We all make mistakes and when we do, as a general rule, we should fess up and fix it. It’s my experience on both a personal and professional level that when you are honest with your friends and partners, they feel validated and listened to … and they will work WITH you to help get the problem resolved. Refusing to admit the mistake leaves them no option except to get testy and aggressive.
In fairness to NFIB, I clicked through to another article that is far more sensible and offers advice on how to deal with customer complaints. Perhaps it’s just the title of this article and all it insinuates that I really object to.
A friend once told me, “If you have to ‘eat crow’, eat it while it’s hot.” I couldn’t agree more.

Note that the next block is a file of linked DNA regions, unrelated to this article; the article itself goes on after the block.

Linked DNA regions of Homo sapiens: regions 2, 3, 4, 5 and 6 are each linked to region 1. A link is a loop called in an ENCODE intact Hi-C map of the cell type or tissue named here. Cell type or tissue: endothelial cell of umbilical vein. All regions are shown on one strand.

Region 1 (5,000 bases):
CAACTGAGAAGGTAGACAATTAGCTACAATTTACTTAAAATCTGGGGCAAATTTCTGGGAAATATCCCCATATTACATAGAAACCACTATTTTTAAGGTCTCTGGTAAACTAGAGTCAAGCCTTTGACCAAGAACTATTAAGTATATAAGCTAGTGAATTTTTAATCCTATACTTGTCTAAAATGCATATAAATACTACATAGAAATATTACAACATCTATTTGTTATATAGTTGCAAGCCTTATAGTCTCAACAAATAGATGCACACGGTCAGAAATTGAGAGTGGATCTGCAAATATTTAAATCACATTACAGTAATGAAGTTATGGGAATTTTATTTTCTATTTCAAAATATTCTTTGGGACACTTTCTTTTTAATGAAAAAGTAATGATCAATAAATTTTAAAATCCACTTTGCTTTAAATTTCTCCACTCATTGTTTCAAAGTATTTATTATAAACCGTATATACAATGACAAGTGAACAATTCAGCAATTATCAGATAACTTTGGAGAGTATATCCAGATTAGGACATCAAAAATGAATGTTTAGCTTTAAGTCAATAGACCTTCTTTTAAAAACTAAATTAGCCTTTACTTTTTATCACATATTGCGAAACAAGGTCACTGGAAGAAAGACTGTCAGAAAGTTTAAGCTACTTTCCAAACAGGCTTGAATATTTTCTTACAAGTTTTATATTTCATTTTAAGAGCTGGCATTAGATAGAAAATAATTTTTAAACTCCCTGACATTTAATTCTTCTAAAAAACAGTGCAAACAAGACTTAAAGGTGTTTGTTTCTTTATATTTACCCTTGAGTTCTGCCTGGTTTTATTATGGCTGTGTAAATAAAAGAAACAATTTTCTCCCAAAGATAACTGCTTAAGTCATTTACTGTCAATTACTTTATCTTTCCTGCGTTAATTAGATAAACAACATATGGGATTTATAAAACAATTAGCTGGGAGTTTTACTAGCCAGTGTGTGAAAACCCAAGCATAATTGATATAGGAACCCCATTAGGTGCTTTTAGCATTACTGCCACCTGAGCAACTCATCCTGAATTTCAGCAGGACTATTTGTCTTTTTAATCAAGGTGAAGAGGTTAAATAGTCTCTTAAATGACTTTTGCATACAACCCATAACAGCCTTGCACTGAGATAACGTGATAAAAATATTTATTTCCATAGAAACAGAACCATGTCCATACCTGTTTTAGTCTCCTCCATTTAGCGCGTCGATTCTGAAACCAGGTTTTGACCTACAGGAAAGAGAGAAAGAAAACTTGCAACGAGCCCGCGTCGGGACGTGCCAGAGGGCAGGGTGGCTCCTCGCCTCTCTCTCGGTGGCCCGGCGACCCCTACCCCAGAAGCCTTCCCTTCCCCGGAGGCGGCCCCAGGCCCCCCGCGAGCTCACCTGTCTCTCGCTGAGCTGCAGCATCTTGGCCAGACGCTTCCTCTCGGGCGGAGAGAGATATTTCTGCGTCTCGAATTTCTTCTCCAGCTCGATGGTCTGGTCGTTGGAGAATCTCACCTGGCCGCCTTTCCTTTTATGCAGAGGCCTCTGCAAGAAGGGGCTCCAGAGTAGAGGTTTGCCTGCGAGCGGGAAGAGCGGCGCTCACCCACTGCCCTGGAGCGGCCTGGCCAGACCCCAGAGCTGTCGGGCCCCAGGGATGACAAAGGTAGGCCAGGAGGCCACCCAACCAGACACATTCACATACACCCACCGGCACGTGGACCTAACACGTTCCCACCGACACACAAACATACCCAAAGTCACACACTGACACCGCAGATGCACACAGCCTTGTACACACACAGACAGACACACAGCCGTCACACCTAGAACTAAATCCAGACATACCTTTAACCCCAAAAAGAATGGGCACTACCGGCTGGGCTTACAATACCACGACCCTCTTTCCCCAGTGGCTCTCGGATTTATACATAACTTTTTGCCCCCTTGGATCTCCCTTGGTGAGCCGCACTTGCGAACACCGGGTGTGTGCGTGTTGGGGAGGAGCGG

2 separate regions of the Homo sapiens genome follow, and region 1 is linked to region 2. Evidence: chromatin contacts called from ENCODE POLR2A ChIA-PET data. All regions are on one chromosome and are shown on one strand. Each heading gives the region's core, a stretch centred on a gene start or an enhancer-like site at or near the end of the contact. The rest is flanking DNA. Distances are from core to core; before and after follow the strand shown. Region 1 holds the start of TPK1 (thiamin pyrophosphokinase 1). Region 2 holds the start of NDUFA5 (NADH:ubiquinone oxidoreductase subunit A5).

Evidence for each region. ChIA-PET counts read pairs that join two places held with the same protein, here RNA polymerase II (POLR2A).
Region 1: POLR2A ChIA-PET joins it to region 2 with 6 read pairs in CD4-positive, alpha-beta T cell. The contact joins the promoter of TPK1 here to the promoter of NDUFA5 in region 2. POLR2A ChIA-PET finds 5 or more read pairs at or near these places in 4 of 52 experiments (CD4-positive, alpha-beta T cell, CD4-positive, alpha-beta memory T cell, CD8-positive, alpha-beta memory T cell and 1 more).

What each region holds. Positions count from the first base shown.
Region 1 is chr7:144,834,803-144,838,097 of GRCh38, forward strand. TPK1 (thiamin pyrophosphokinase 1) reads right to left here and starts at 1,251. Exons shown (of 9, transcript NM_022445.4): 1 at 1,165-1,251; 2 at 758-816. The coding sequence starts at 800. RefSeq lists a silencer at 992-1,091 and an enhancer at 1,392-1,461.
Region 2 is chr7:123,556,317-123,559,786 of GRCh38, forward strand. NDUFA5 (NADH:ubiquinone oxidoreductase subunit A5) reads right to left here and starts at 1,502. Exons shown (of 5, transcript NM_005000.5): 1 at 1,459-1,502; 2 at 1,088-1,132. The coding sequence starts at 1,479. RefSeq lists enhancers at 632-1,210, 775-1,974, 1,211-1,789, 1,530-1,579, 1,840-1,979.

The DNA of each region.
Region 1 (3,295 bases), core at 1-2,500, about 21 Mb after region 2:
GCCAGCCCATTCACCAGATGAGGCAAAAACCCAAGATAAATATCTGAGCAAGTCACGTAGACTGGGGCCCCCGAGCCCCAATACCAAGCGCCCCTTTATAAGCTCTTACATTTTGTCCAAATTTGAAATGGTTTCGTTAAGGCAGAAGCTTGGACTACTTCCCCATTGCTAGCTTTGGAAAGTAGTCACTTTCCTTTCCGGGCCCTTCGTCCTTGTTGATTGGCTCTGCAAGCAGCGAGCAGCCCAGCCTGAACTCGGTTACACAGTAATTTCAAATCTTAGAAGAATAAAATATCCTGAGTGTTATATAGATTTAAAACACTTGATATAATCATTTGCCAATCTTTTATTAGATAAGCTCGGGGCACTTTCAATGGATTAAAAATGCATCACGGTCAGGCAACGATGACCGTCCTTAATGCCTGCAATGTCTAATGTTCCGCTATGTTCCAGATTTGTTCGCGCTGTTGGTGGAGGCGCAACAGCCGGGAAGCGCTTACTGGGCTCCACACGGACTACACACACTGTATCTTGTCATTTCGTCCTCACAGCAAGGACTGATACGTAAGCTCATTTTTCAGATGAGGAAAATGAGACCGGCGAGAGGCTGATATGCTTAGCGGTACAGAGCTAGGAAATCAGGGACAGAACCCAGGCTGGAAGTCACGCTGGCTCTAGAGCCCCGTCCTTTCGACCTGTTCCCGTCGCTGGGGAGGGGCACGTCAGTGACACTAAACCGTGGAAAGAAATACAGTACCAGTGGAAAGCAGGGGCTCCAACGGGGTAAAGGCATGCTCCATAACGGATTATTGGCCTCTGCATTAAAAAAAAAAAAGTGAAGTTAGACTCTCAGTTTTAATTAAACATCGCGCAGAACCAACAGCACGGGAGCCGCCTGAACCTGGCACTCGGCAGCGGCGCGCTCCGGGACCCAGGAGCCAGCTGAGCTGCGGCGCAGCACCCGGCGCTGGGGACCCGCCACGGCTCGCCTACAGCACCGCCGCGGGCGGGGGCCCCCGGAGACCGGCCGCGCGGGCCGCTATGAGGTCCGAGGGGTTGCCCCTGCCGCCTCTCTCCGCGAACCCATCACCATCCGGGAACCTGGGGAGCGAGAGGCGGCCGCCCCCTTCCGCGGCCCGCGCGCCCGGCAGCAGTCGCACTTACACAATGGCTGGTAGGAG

Have you ever had to apologize, admit an error, or bow and scrap before a customer? How did it go?
Green Marketing Grows Up
While some environmentally responsible organizations began incorporating green marketing initiatives into their overall business strategy as early as the 1970s, green marketing came into real prominence in the 1980s and early 1990s. Today, green marketing has evolved into a sustainable movement that’s at the forefront of a growing number of CEOs, corporate boards and investors, too.
This evolution is clear in “The Sustainable Economy,” published in this month’s issue of the Harvard Business Review. The article is co-authored by the founder and chairman of Patagonia, known for its commitments to environmentalism and social responsibility, the founder of Blu Skye, a sustainability consultancy, and Patagonia’s VP for environmental initiatives.